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"The German answer" on Depeche Mode - for those who do not know De/Vision is hereby illuminated the musical range - let their tour through Germany this year also happen in Hamburg. The Markthalle was full. The band posted afterwards on Facebook: "Hamburg is developing for us a stronghold."
The evening of harmonic synth-pop with melancholy undertone started by the Hamburg-based, formed two years ago band Elace. An ideal choice as support for De/Vision; musically traveling on similar fields, this band channel the synth-pop of the 80s through three decades and the current software processing. They offered an convincing show that pleased the audience very much and was therefore rewarded with a lot of applause.
Elace understand it, nice sounding melodies and entertaining harmonies to give a soulful depth, perhaps also, because spiced by a little melancholy. In any case, by the sometimes dominant, sometimes weaved into the soundscape, always beautifully played guitar that already with the first tunes as a kind of solo took the guests to the front of the stage and inside the slightly psychedelic cosmos.
Bass and keyboards came from the digital sphere of programming, but the varied played drums formed a stable framework on which unfolded the songs. Singer Andrew Kohlar, recently by autumnal viral germs shot vocally, was back in good form and presented the songs with the right mix of dedication and understatement.
Then was a speedy rebuild and clean up the stage; absolutely everything went exactly according to schedule. The stage emptied and opened the view to the rear De/Vision-stage design. In the foreground remained only a small, dreamy keyboard and a microphone stand. Substaat from Norway were obviously only with a minimal electronic set on tour.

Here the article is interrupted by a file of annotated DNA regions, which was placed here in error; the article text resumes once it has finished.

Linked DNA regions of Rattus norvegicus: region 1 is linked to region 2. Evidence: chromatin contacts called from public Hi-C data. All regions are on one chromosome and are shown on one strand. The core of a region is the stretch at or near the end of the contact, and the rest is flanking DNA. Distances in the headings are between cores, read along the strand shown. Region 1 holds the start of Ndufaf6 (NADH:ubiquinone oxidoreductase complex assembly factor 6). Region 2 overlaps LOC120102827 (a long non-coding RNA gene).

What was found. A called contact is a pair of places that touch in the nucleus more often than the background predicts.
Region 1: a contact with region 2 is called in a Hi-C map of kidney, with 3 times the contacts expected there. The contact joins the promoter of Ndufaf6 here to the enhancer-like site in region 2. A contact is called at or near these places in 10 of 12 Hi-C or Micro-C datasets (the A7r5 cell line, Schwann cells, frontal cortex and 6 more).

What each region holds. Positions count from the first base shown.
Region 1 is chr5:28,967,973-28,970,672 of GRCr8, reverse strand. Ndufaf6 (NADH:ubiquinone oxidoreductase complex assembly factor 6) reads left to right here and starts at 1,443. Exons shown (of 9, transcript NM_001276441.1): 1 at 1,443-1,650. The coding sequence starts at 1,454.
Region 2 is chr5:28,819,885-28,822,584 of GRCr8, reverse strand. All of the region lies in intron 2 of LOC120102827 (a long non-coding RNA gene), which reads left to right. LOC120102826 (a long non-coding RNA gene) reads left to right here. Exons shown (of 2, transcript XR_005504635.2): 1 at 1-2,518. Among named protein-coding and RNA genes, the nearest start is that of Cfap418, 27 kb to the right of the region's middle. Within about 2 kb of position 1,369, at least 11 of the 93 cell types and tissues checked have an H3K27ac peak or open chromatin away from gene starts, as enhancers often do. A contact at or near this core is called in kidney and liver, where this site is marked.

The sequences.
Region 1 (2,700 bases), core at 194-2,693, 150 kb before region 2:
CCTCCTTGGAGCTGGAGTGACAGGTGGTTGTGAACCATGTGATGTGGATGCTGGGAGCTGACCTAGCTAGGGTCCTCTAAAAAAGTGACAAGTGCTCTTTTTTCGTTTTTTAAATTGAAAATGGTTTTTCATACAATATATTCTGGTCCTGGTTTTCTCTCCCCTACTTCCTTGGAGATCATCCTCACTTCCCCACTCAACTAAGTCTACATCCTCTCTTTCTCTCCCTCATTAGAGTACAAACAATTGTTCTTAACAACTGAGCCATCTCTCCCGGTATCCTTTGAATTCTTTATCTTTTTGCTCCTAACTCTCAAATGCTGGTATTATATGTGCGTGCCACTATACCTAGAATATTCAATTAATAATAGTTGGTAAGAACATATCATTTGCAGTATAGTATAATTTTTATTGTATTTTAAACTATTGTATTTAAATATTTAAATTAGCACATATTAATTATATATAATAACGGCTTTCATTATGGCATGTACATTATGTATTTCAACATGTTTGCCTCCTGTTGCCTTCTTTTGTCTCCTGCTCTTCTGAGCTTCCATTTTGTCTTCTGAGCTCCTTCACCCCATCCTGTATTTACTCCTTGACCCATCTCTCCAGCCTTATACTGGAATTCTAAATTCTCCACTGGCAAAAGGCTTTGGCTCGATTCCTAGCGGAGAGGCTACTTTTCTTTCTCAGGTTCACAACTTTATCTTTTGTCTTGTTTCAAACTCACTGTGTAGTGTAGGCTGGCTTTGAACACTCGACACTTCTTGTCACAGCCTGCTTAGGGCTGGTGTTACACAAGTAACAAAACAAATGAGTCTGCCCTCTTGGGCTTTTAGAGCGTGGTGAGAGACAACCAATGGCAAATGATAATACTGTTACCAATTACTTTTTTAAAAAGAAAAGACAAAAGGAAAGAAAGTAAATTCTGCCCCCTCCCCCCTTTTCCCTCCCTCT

The booming monster bass and synth loops which broke from the speakers above the audience catapulted this part of the evening in the EBM and techno-pop corner. Their sound-mix out of the conserve was a little sterile and became due to the lack of noticeable ideas after a while monotonous.
The audience was a friendly one and stood almost complete in the hall, but the sparks of dance ecstasy did not really want to skip over. This seemed to notice probably the singer, too, who disappeared before the end of the last song from the stage. Additions were not required; the show trickled to an unspectacular snack between meals without further final applause.
The deinstallation of the keyboard was in seconds. After a short time already the spotlights flashed on the stage decorations of the headliners De/Vision. In the background the banner showing the graphic of their actual CD "Rockets + Swords" appeared. And, of course, the tour was musically under the sign of this new album.
The over 20 years cooperating "electro duo" was supplemented by a drummer, who transported the live sound with additional power and force. It also added to the sounds more visual real presence which were by - mostly hidden behind the stage sets and videos - Thomas Adam generated from his electronics.
This presence was otherwise awakened to life by frontman Steffen Keth. Prancing, conjuring, evocative, also temporarily playing the keys, and as the organic movement-center amidst all the illumination focused on him the growing enthusiasm of the audience, who were singing along, swaying and visibly enjoyed the elegiac pop even up in the back rows. An extensive set list has been processed; older hits mixed with the new songs.
De/Vision offered a great performance and proved that good pop music can be a lot more than shallow or cloned in a retort or simple.